In a very interesting interview Seth Godin talked about the publishing industry. He shared his ideas on the question where books might be headed. Seth recently launched a new project, trying to change the way books are sold and distributed. The Domino Project has already produced some successes.

One of the intriguing statements Seth made was about adding multimedia to books.

He called this a cul-de-sac.

In his view it will become a crying game. He compared the days publishers produced cd-roms with Vietnam. He mentioned several publishers going nearly broke.

In Seth’s opinion a book is written by one person and at some point the product is finished.

Multi Media projects are produced by lots of people. Being software projects they are never finished.

I found this quite interesting, even a bit alarming. I had the idea that adding multimedia would change the way we read. Maybe it’s not books as such that need a change, maybe it will be magazine like products. Maybe only textbooks will turn into multimedia.

Anyway: the interview is great. Take the time and listen.

Zoom In, Zoom Out

May 1, 2011

The Digital Revolution recently entered a new phase. The new screens in our hands offer new ways to read, browse, listen, watch and interact with content and with people. As people keep embracing these handheld devices, businesses are trying to catch up. Again.

Let’s look at the three sectors, usually considered to be at the center of these digital waves of change.

The smartphones and tablets are taking over all IT related industries. Computers basicly just left the building and are on the move. Software will turn into a service more rapidly soon, certainly when Office 365 will go out of public beta.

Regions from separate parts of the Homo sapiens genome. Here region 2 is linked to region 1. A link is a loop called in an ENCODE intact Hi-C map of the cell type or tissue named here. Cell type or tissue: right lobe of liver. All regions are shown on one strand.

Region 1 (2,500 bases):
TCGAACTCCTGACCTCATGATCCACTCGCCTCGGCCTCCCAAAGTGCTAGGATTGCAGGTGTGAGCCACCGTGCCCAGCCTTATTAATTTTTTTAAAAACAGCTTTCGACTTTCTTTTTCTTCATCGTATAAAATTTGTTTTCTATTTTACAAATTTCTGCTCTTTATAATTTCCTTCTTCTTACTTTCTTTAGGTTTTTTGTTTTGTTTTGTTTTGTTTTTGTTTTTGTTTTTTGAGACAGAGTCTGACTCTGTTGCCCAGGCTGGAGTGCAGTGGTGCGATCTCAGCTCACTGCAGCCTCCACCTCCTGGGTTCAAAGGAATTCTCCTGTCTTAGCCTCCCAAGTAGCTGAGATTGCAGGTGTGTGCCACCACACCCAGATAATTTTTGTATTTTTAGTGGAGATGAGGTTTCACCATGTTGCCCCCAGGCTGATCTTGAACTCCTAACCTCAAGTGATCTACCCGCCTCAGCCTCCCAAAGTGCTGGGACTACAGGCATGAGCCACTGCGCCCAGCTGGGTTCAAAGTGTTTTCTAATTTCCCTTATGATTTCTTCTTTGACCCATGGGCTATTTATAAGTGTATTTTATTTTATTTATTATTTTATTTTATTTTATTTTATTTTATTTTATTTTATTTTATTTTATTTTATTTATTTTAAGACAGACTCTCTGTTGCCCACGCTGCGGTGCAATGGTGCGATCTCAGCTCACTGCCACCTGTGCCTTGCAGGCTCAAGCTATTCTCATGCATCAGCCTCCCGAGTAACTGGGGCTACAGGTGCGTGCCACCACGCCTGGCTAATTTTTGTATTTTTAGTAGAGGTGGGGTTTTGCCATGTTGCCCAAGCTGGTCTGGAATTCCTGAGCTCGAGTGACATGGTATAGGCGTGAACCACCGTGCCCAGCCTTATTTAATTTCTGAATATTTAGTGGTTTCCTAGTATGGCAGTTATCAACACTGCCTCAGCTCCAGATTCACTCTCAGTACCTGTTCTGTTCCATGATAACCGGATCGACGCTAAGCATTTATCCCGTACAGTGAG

Telco’s are struggling. Landlines are out. Mobile became texting. Who could have imagined people writing on these things, since they were supposed to talk through them. The industry did not see smartphones coming. Their solution was to sell  internet bundles, but their customers started to use these bundles to acces free services. Why pay to call, if you can send a message for free?

Publishers are starting to realize they can no longer wait to change. Publishers have been neglecting All Things Digital too long. Change was something others would have to undertake, after the publishers themselves retired. A book is a book, you know. Yeah, and a newspaper a newspaper, right? A few years ago publishers had worries and money. Now it’s panic while they are almost broke.

In the midst of all these waves of change it is easy to focus too much on details. We tend to zoom in. But we need to zoom out and look at the bigger picture. The bigger picture in the world of business still is the simple fact that all links in the chain that do not add value, will disappear. Vanish. Evaporate. Fade out.

The middleman is under attack.

Take a look at your market. Zoom in on the chains. Which chain is only an intermediary?

Zoom out on the basic needs of customers. What is it they want?

Zoom in, zoom out!